Consistency was key, he said.
Leading work in the industry, he said, was Mirvac and Lendlease. And to push along the agenda what was needed was the client side to “clearly articulate what they are trying to achieve.
“It takes a lot of effort to change and it’s only when these groups make a bold commitment that others can follow.”
He praised the work of Infrastructure Australia that requires carbon reductions to be outlined in submissions.
But to get the big improvements it will require big changes from the suppliers of materials, such as concrete, “the hardest material to transform”.
The Green Building Council of Australia’s chief impact officer Jorge Chapa said the embodied carbon movement has been incredibly well organised.
People have known – it’s been flagged – that if you want any Green Star certification you need to demonstrate you can reduce your carbon by 10 per cent. You can pick up the guide the GBCA has produced and find a comparable building as your benchmark, he says.
NABERS is on the case and trying to bring the entire industry together in agreement on methodology for measurement.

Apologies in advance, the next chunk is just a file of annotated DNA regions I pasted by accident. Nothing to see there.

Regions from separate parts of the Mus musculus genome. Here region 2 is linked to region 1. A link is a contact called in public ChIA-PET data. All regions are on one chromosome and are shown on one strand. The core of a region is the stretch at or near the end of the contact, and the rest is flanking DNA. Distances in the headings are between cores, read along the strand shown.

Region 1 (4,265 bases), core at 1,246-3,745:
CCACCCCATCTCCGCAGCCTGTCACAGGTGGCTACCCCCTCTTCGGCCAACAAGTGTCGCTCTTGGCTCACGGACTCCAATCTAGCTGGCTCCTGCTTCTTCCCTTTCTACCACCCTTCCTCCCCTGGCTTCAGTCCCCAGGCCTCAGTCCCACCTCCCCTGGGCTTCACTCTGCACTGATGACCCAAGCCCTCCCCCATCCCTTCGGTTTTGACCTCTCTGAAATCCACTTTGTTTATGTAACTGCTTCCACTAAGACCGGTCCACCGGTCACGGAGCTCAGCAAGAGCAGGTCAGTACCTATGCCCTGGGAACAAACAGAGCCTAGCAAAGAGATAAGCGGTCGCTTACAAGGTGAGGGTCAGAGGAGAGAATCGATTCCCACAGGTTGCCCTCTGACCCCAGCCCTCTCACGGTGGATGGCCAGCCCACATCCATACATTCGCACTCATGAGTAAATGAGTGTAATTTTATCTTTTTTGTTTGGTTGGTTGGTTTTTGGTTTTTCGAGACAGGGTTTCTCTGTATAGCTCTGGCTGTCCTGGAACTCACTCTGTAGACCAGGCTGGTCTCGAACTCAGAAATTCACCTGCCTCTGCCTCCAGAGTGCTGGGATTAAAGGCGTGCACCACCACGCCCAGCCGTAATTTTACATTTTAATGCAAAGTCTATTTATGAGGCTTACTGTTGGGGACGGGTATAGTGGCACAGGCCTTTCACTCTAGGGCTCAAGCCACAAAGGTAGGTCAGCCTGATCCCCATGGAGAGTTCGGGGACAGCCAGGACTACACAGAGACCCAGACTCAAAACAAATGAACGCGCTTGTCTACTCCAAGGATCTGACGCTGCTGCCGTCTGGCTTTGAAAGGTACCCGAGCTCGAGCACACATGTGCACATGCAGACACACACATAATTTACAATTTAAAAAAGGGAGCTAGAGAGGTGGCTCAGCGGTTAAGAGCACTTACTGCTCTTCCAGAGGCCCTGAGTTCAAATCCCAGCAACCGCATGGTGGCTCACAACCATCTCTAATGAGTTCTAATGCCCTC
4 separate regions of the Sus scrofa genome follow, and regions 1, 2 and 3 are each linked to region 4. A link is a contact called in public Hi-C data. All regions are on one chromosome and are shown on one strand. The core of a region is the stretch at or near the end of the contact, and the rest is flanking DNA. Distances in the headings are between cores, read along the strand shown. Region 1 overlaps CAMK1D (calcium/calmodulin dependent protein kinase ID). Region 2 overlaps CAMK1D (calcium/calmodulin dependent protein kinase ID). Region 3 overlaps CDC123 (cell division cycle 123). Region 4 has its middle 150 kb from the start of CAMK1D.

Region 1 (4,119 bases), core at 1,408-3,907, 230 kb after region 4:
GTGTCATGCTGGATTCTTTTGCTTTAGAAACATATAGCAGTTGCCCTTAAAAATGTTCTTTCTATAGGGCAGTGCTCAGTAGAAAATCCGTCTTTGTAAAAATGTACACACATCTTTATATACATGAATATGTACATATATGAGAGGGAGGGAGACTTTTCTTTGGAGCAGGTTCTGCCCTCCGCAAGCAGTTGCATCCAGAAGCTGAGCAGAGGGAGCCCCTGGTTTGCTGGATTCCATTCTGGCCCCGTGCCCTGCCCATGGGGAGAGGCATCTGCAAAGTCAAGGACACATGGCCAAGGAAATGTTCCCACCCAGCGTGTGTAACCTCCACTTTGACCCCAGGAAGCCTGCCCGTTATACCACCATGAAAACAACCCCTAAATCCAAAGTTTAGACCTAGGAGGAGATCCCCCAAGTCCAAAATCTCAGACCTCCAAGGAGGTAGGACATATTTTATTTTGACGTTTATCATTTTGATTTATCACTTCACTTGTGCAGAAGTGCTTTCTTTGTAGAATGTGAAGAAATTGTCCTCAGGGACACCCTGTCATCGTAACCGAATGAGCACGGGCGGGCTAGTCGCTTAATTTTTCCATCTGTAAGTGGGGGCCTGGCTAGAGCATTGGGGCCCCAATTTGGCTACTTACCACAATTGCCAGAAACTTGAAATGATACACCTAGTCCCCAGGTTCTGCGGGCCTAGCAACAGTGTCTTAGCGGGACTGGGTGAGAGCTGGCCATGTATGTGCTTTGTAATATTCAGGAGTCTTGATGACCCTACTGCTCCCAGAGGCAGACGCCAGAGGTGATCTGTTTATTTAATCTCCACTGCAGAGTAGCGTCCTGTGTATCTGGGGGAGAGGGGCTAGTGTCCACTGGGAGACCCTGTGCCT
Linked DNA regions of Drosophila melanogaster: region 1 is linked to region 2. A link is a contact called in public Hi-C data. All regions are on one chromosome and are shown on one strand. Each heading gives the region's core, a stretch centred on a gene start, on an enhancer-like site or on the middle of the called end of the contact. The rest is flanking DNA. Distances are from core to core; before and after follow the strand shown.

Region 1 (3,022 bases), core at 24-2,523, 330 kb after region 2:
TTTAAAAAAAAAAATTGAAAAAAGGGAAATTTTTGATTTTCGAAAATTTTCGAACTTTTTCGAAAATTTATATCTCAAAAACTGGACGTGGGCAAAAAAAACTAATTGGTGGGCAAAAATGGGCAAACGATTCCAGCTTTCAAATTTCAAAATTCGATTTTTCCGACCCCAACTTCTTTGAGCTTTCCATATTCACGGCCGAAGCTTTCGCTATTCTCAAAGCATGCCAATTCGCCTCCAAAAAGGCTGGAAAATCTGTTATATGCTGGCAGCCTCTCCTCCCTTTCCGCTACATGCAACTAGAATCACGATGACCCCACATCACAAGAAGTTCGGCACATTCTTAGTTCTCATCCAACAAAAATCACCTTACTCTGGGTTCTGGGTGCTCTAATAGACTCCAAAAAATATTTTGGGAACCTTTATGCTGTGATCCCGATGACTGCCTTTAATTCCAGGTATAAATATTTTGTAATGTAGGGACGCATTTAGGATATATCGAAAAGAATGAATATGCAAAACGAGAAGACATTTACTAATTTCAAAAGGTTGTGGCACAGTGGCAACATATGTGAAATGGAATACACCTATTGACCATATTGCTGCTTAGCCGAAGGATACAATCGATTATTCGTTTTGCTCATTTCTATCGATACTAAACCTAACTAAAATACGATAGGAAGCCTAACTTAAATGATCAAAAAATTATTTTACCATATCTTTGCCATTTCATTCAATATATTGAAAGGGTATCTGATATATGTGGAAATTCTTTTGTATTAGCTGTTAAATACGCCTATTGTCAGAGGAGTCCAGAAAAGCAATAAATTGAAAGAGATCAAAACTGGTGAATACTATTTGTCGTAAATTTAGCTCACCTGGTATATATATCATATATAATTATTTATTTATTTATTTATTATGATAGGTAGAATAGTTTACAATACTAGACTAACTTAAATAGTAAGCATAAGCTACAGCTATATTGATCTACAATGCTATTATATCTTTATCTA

How quickly is this moving through the industry? Chapa said it’s been pretty fast “everything from residential to public buildings and office buildings – anything in fact going for Green Star is now required to show a 10 per cent carbon emissions reduction”.
That means 400 registrations right now going through the new rating tool that contains this requirement.
Until NABERS completes its measurement work the industry is right now using a method to compare developments to a typical reference building and “we have a guide that helps define what that looks like”, Chapa says.
Soon, the benchmarks for Green Star will be progressively raised, from 10 per cent now to 20 per cent for 5 and 6-star next year.
It’s been the easiest thing to pre-write the automatic upgrades Chapa says.
“Everyone in the industry knows what they are; we wrote them in 2020. The same thing happened with electrification, we started with 6-star (that needed to be fully electrified) and now it’s 5-star.”
And it’s working.